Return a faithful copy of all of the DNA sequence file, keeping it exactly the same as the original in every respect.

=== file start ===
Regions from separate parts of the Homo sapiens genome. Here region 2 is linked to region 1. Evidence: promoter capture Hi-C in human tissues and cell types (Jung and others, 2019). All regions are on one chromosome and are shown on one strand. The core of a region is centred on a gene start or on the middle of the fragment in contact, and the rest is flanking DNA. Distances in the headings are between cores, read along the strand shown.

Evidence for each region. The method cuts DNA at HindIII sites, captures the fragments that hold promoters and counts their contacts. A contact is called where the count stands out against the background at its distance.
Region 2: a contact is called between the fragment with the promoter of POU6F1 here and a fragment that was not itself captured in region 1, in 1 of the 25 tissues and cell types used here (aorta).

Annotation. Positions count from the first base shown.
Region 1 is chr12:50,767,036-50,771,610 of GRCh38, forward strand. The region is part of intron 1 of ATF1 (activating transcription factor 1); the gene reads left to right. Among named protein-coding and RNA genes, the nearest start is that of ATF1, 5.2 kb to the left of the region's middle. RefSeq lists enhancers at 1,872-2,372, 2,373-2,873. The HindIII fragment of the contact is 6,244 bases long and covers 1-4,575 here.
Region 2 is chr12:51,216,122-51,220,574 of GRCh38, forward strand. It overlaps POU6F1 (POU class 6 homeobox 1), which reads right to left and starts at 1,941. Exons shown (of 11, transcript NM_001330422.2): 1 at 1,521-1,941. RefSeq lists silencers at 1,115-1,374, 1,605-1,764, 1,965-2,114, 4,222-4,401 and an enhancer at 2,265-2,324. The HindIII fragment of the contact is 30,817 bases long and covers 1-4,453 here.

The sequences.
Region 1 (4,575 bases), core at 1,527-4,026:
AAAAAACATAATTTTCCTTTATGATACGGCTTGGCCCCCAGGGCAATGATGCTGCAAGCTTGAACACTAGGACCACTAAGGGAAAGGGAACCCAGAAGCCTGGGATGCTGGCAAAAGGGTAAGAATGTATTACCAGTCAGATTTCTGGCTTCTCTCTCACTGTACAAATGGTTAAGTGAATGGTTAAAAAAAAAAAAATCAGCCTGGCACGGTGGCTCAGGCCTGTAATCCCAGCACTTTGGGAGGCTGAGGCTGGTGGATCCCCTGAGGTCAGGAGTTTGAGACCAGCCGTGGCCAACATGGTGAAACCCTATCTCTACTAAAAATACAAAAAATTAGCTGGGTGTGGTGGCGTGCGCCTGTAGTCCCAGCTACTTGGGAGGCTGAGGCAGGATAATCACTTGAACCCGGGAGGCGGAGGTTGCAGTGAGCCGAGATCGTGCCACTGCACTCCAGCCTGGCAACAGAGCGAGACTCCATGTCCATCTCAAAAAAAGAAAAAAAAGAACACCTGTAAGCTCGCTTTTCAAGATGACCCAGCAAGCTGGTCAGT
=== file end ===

Regions from separate parts of the Homo sapiens genome. Here region 2 is linked to region 1. Evidence: promoter capture Hi-C in human tissues and cell types (Jung and others, 2019). All regions are on one chromosome and are shown on one strand. The core of a region is centred on a gene start or on the middle of the fragment in contact, and the rest is flanking DNA. Distances in the headings are between cores, read along the strand shown.

Evidence for each region. The method cuts DNA at HindIII sites, captures the fragments that hold promoters and counts their contacts. A contact is called where the count stands out against the background at its distance.
Region 2: a contact is called between the fragment with the promoter of POU6F1 here and a fragment that was not itself captured in region 1, in 1 of the 25 tissues and cell types used here (aorta).

Annotation. Positions count from the first base shown.
Region 1 is chr12:50,767,036-50,771,610 of GRCh38, forward strand. The region is part of intron 1 of ATF1 (activating transcription factor 1); the gene reads left to right. Among named protein-coding and RNA genes, the nearest start is that of ATF1, 5.2 kb to the left of the region's middle. RefSeq lists enhancers at 1,872-2,372, 2,373-2,873. The HindIII fragment of the contact is 6,244 bases long and covers 1-4,575 here.
Region 2 is chr12:51,216,122-51,220,574 of GRCh38, forward strand. It overlaps POU6F1 (POU class 6 homeobox 1), which reads right to left and starts at 1,941. Exons shown (of 11, transcript NM_001330422.2): 1 at 1,521-1,941. RefSeq lists silencers at 1,115-1,374, 1,605-1,764, 1,965-2,114, 4,222-4,401 and an enhancer at 2,265-2,324. The HindIII fragment of the contact is 30,817 bases long and covers 1-4,453 here.

The sequences.
Region 1 (4,575 bases), core at 1,527-4,026:
AAAAAACATAATTTTCCTTTATGATACGGCTTGGCCCCCAGGGCAATGATGCTGCAAGCTTGAACACTAGGACCACTAAGGGAAAGGGAACCCAGAAGCCTGGGATGCTGGCAAAAGGGTAAGAATGTATTACCAGTCAGATTTCTGGCTTCTCTCTCACTGTACAAATGGTTAAGTGAATGGTTAAAAAAAAAAAAATCAGCCTGGCACGGTGGCTCAGGCCTGTAATCCCAGCACTTTGGGAGGCTGAGGCTGGTGGATCCCCTGAGGTCAGGAGTTTGAGACCAGCCGTGGCCAACATGGTGAAACCCTATCTCTACTAAAAATACAAAAAATTAGCTGGGTGTGGTGGCGTGCGCCTGTAGTCCCAGCTACTTGGGAGGCTGAGGCAGGATAATCACTTGAACCCGGGAGGCGGAGGTTGCAGTGAGCCGAGATCGTGCCACTGCACTCCAGCCTGGCAACAGAGCGAGACTCCATGTCCATCTCAAAAAAAGAAAAAAAAGAACACCTGTAAGCTCGCTTTTCAAGATGACCCAGCAAGCTGGTCAGT